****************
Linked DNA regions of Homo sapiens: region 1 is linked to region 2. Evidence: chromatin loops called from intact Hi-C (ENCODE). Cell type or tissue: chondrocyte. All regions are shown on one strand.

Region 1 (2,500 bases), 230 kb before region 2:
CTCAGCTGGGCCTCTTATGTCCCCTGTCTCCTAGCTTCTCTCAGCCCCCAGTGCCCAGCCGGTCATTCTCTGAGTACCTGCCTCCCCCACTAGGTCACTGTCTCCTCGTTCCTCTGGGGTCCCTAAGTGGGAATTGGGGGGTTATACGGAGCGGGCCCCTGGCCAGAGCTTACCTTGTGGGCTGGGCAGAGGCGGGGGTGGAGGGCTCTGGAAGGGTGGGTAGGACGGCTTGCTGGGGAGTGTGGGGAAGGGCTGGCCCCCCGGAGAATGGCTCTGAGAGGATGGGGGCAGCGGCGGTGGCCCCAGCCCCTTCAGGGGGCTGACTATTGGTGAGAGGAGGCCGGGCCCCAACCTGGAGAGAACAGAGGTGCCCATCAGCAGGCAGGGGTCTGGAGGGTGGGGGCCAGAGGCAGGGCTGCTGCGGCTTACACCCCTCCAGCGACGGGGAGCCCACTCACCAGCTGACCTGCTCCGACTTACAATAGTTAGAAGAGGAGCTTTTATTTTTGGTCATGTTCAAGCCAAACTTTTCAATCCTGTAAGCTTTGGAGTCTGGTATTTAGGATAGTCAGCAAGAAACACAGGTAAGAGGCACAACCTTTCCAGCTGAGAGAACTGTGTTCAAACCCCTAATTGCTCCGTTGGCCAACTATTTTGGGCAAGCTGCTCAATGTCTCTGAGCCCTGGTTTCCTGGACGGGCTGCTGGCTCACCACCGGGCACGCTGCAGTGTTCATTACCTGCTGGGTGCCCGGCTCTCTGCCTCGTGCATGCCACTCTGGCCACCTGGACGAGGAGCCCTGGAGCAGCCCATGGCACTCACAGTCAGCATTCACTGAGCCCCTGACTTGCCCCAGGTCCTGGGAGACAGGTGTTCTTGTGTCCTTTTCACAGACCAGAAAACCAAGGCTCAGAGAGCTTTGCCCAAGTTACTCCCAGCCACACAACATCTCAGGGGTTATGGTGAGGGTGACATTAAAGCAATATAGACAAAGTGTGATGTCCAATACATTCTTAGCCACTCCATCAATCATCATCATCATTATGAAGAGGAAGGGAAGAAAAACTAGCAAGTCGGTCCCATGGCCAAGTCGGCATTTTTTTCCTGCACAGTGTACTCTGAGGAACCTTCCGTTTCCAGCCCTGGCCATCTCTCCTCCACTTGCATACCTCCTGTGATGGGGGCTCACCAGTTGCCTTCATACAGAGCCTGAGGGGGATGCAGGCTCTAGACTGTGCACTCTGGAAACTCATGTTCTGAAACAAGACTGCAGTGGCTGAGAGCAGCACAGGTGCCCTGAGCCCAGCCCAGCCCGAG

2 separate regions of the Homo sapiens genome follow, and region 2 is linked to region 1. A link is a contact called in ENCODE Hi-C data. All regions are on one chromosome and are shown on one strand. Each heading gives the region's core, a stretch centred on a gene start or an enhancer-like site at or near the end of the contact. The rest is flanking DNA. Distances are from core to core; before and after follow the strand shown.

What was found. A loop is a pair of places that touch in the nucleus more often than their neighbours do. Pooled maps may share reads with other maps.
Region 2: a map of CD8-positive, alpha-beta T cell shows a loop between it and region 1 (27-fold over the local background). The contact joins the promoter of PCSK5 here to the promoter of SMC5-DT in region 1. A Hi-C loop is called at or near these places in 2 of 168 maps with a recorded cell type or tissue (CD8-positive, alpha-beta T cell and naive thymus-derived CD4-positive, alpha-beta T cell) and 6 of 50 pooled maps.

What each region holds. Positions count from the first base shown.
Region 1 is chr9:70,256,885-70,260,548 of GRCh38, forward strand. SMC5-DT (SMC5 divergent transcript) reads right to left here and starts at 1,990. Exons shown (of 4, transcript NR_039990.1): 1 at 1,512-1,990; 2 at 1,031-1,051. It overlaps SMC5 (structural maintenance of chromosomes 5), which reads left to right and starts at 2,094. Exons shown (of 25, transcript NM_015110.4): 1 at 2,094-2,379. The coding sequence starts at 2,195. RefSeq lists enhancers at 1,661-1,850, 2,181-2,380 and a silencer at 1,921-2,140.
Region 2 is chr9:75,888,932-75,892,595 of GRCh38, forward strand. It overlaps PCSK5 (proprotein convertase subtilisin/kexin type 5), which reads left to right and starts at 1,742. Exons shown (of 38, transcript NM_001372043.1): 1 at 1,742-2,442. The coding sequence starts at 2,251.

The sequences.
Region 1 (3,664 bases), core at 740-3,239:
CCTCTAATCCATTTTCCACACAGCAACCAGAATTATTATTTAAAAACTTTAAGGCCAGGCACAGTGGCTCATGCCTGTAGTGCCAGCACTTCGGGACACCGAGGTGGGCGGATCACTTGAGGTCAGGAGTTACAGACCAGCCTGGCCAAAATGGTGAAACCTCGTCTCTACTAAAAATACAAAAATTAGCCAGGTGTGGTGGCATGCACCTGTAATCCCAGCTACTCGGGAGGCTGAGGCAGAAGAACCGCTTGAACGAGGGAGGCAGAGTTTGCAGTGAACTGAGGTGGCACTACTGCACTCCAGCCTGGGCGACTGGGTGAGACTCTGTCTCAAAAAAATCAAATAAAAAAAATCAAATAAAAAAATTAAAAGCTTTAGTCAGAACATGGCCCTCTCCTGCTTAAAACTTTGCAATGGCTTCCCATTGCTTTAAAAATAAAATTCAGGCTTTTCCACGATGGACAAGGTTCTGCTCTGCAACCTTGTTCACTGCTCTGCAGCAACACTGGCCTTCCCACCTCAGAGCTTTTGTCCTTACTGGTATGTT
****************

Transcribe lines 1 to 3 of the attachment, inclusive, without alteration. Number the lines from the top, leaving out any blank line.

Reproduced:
Linked DNA regions of Homo sapiens: region 1 is linked to region 2. Evidence: chromatin loops called from intact Hi-C (ENCODE). Cell type or tissue: chondrocyte. All regions are shown on one strand.

Region 1 (2,500 bases), 230 kb before region 2:
CTCAGCTGGGCCTCTTATGTCCCCTGTCTCCTAGCTTCTCTCAGCCCCCAGTGCCCAGCCGGTCATTCTCTGAGTACCTGCCTCCCCCACTAGGTCACTGTCTCCTCGTTCCTCTGGGGTCCCTAAGTGGGAATTGGGGGGTTATACGGAGCGGGCCCCTGGCCAGAGCTTACCTTGTGGGCTGGGCAGAGGCGGGGGTGGAGGGCTCTGGAAGGGTGGGTAGGACGGCTTGCTGGGGAGTGTGGGGAAGGGCTGGCCCCCCGGAGAATGGCTCTGAGAGGATGGGGGCAGCGGCGGTGGCCCCAGCCCCTTCAGGGGGCTGACTATTGGTGAGAGGAGGCCGGGCCCCAACCTGGAGAGAACAGAGGTGCCCATCAGCAGGCAGGGGTCTGGAGGGTGGGGGCCAGAGGCAGGGCTGCTGCGGCTTACACCCCTCCAGCGACGGGGAGCCCACTCACCAGCTGACCTGCTCCGACTTACAATAGTTAGAAGAGGAGCTTTTATTTTTGGTCATGTTCAAGCCAAACTTTTCAATCCTGTAAGCTTTGGAGTCTGGTATTTAGGATAGTCAGCAAGAAACACAGGTAAGAGGCACAACCTTTCCAGCTGAGAGAACTGTGTTCAAACCCCTAATTGCTCCGTTGGCCAACTATTTTGGGCAAGCTGCTCAATGTCTCTGAGCCCTGGTTTCCTGGACGGGCTGCTGGCTCACCACCGGGCACGCTGCAGTGTTCATTACCTGCTGGGTGCCCGGCTCTCTGCCTCGTGCATGCCACTCTGGCCACCTGGACGAGGAGCCCTGGAGCAGCCCATGGCACTCACAGTCAGCATTCACTGAGCCCCTGACTTGCCCCAGGTCCTGGGAGACAGGTGTTCTTGTGTCCTTTTCACAGACCAGAAAACCAAGGCTCAGAGAGCTTTGCCCAAGTTACTCCCAGCCACACAACATCTCAGGGGTTATGGTGAGGGTGACATTAAAGCAATATAGACAAAGTGTGATGTCCAATACATTCTTAGCCACTCCATCAATCATCATCATCATTATGAAGAGGAAGGGAAGAAAAACTAGCAAGTCGGTCCCATGGCCAAGTCGGCATTTTTTTCCTGCACAGTGTACTCTGAGGAACCTTCCGTTTCCAGCCCTGGCCATCTCTCCTCCACTTGCATACCTCCTGTGATGGGGGCTCACCAGTTGCCTTCATACAGAGCCTGAGGGGGATGCAGGCTCTAGACTGTGCACTCTGGAAACTCATGTTCTGAAACAAGACTGCAGTGGCTGAGAGCAGCACAGGTGCCCTGAGCCCAGCCCAGCCCGAG